GigE & Me – My First GigE Switch

I’ve been designing the network for my new house. There was only one way to go. It had to be GigE (1000BASE-TX). All my Macs have GigE ports and more importantly I have a history with GigE. I worked on the standard, spent 2 years of my life at a GigE start-up Packet Engines ( which was acquired by Alcatel ), and developed GigE products at PMC. I had to have it.

I was so excited that couldn’t wait for the new house. I got a Dell PowerConnect 2716 for almost “nothing”, $199CDN + taxes, during Dell’s January sale. (It’s $209CDN today ) I installed it 2 days ago and did some playing with it yesterday.

Here is a note I sent my IT friend, Keith, who procured the box for me.

so cool … copying files between iMac and my Power Mac.
Avg rate @ 39MB/sec ( 312 Mbps ) for an 8 Gig transfer … peaks of 72 MB/sec ( 576 Mbps) were observed!
seems most of the time it averages ~ 240 Mbps. wow. My measurement tool is pretty crude …

This totally rips 🙂
It’s so cool to see LED blinking in 1000 Mode.
I’m such a geek.

Performance & History … 240Mbps may seem low, but it is great for me. Maybe I’ve been “hardened”. It reminds me one of the saddest days of my working life when I was product mgr for PE’s NIC. When we first tested our Gigabit NIC in the lab back in ’96, with the highest end PC we could find, every tweak of TCP/IP settings, and anything else we could think of we still only got a whopping ~110Mbps. Aaargh … the only box that could pump out ~300 Mbps was a super high-end Sun. Dec Alpha based machines could pump out ~180Mbps. We were too early … and it was clear that TOE and other functions were gonna be needed to make GigE work in a PC.

On pricing evolution – this box is roughly 99% less expensive than the original GigE boxes that I worked on ❗ It is just amazing how little this thing cost. It is very tough to compare with the original GigE boxes Back in the ’90’s. Extreme Networks was the first to market with a fully-managed 8-Port optical GigE switch with L2/L3 functionality. The marketing spin those days was that $3,500/per port was the objective. This translates into $56,000 for 16-Ports. Granted Copper ports make it cheaper, the optical transceiver was $120 back then or ~ 40% of port cost and the box I purchased doesn’t have much mgmt and no L3. Taking this into account a 16-Port low-end GigE box would have been ~ $20k. (Crank the math — 200/20,000 is 0.01.) That is 1% Hope I did the math right. Wow! Wow! Moore’s Law is amazing. It even makes some sort of sense ~ 12 years, new process cost reduction –> a factor of 2 every 2 years. This translates into a 64x (2^6) cost reduction. 20,000/64 = $312 which is around the list price. This also provides a glimpse into why the chip industry is a twisted 😈 existence.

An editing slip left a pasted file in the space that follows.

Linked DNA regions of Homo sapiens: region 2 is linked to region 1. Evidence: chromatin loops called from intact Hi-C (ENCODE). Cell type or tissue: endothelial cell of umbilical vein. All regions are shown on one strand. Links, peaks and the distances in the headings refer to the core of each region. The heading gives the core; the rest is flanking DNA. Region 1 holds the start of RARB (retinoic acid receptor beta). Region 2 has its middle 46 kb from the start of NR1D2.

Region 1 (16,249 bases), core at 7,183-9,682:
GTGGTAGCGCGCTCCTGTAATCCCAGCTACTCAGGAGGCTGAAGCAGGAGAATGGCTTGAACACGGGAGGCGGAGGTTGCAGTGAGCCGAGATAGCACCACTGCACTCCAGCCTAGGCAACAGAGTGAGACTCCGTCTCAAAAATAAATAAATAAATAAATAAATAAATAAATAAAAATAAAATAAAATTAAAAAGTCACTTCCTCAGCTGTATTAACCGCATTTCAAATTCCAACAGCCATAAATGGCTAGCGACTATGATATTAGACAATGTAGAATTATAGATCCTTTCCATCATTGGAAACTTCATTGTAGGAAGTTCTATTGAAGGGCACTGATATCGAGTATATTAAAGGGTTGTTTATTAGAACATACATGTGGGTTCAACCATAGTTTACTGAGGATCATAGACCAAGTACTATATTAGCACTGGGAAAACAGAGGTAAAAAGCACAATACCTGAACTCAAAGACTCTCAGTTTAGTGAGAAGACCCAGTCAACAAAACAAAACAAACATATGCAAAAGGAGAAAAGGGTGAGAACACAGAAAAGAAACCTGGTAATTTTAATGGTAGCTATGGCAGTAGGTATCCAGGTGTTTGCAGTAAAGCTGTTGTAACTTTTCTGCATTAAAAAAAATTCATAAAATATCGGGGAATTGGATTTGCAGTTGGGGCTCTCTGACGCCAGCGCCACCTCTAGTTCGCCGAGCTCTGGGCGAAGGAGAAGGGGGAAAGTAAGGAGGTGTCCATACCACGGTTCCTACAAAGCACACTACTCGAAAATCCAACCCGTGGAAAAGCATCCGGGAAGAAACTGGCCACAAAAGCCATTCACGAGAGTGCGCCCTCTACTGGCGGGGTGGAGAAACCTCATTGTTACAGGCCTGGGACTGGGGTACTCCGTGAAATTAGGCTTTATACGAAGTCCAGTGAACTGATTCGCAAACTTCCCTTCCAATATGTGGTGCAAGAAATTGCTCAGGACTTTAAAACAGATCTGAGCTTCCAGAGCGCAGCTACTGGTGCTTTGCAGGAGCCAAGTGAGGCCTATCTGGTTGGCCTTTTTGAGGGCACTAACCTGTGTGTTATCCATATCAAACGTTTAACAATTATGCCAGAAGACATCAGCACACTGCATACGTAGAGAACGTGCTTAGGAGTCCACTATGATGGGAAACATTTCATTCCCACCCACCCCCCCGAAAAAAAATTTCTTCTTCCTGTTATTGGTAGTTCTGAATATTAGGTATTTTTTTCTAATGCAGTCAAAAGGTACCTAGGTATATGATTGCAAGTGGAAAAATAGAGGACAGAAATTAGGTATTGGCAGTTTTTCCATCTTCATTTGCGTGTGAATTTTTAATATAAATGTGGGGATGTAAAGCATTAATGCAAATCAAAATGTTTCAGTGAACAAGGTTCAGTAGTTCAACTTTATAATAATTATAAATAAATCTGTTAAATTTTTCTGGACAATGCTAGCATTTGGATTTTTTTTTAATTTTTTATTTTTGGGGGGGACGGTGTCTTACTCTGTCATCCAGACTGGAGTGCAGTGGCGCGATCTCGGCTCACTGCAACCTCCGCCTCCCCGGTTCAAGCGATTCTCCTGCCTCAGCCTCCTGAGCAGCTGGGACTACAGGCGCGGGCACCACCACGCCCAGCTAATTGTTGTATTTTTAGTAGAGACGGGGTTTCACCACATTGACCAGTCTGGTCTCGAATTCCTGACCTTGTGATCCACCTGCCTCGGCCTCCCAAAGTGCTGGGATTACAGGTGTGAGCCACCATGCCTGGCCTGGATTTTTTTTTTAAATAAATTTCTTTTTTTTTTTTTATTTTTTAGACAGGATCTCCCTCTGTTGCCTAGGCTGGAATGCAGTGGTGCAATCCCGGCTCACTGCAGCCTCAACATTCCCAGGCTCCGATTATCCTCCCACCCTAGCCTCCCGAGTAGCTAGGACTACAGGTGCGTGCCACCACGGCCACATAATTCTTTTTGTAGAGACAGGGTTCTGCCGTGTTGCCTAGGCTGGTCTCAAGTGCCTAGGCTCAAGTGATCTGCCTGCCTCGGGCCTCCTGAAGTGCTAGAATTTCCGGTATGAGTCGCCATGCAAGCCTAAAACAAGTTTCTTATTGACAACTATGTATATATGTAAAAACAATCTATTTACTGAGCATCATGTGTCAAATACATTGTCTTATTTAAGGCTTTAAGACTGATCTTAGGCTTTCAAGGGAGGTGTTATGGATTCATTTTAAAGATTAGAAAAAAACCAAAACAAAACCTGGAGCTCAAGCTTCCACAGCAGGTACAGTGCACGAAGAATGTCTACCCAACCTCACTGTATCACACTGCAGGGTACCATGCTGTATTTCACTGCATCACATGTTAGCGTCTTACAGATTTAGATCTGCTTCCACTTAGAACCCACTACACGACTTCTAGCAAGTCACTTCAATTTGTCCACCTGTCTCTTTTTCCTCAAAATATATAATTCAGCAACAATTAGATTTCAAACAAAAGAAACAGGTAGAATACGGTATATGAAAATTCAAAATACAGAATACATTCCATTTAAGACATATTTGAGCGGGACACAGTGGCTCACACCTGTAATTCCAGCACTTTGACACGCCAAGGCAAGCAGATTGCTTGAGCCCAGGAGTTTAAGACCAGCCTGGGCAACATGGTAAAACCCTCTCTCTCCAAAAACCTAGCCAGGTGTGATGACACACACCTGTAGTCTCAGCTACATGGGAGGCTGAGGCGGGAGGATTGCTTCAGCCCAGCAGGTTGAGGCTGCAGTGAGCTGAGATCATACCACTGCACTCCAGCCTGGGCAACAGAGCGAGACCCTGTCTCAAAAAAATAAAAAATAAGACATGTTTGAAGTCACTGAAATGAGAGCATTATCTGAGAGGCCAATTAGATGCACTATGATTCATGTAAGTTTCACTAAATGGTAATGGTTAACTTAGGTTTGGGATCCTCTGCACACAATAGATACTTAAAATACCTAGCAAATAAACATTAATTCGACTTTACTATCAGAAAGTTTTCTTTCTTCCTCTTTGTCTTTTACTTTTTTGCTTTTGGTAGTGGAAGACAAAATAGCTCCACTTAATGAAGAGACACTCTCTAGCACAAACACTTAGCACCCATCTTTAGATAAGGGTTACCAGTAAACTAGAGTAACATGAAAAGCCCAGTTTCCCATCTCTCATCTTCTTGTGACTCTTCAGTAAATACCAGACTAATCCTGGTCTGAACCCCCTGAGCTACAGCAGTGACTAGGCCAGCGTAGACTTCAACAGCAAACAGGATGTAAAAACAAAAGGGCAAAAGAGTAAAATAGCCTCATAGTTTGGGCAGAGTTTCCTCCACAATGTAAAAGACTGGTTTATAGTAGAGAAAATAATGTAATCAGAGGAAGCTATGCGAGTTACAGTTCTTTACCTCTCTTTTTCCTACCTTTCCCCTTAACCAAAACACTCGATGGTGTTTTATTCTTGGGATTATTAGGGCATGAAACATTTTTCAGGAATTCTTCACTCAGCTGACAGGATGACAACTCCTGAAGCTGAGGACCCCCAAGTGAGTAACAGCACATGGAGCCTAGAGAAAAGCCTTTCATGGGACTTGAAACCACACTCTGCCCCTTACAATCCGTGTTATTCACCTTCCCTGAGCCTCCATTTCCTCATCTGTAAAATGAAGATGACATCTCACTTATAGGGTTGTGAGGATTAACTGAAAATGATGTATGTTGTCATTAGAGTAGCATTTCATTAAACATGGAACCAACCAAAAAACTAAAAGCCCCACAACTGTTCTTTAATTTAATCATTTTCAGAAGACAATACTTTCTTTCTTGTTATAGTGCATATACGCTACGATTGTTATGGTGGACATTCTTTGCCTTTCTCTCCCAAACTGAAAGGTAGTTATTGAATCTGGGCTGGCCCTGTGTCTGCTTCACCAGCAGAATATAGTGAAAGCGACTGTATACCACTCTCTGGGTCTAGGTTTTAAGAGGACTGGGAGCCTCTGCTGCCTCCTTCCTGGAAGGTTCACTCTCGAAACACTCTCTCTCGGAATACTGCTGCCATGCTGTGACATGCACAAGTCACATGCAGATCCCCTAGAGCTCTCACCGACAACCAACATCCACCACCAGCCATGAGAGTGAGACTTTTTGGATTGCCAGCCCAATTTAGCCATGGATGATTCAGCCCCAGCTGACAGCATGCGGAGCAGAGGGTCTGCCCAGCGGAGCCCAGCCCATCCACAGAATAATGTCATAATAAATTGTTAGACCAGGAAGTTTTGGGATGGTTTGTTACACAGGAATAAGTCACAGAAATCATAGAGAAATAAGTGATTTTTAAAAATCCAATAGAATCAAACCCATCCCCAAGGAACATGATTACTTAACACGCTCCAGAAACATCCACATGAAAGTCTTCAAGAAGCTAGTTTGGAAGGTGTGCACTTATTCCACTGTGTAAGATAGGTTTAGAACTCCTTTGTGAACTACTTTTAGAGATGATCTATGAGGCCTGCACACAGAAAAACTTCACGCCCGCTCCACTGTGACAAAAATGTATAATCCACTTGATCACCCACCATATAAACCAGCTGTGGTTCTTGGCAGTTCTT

The “major” chip count is also interesting. Today ~ 3 Chips and in ’96 it was ~ 80 chips. The PowerConnect seems to be based Marvell products ( there is a sticker on the box) I’m guessing a single chip 16 port switch + 2 Octal Copper PHY chips ( Total ~ 3 Chips ). Back in ’96 PE’s 2-Port GigE blade had ~9 major chips ( 2 Optical Transceivers, 2 PMD chips, 1 2-Port MAC chip, 1 2-Port ARL chip, 1 2-Port TM chip, and ~2 back-plane serdes. ( this doesn’t include switch fabric or controller card). Total ~ 10 Chips per 2G or 80 chips for 16 Ports GigE.)

Someone’s got to check my math. Did I get it right? I can spew on this topic forever 😎 … Cheers.


One Response to GigE & Me – My First GigE Switch

  1. […] might seem like overkill. But my Macs have GigE ports and the performance with GigE is pretty good. I’ve also found that network back ups run at ~112Mbits/second over a full […]

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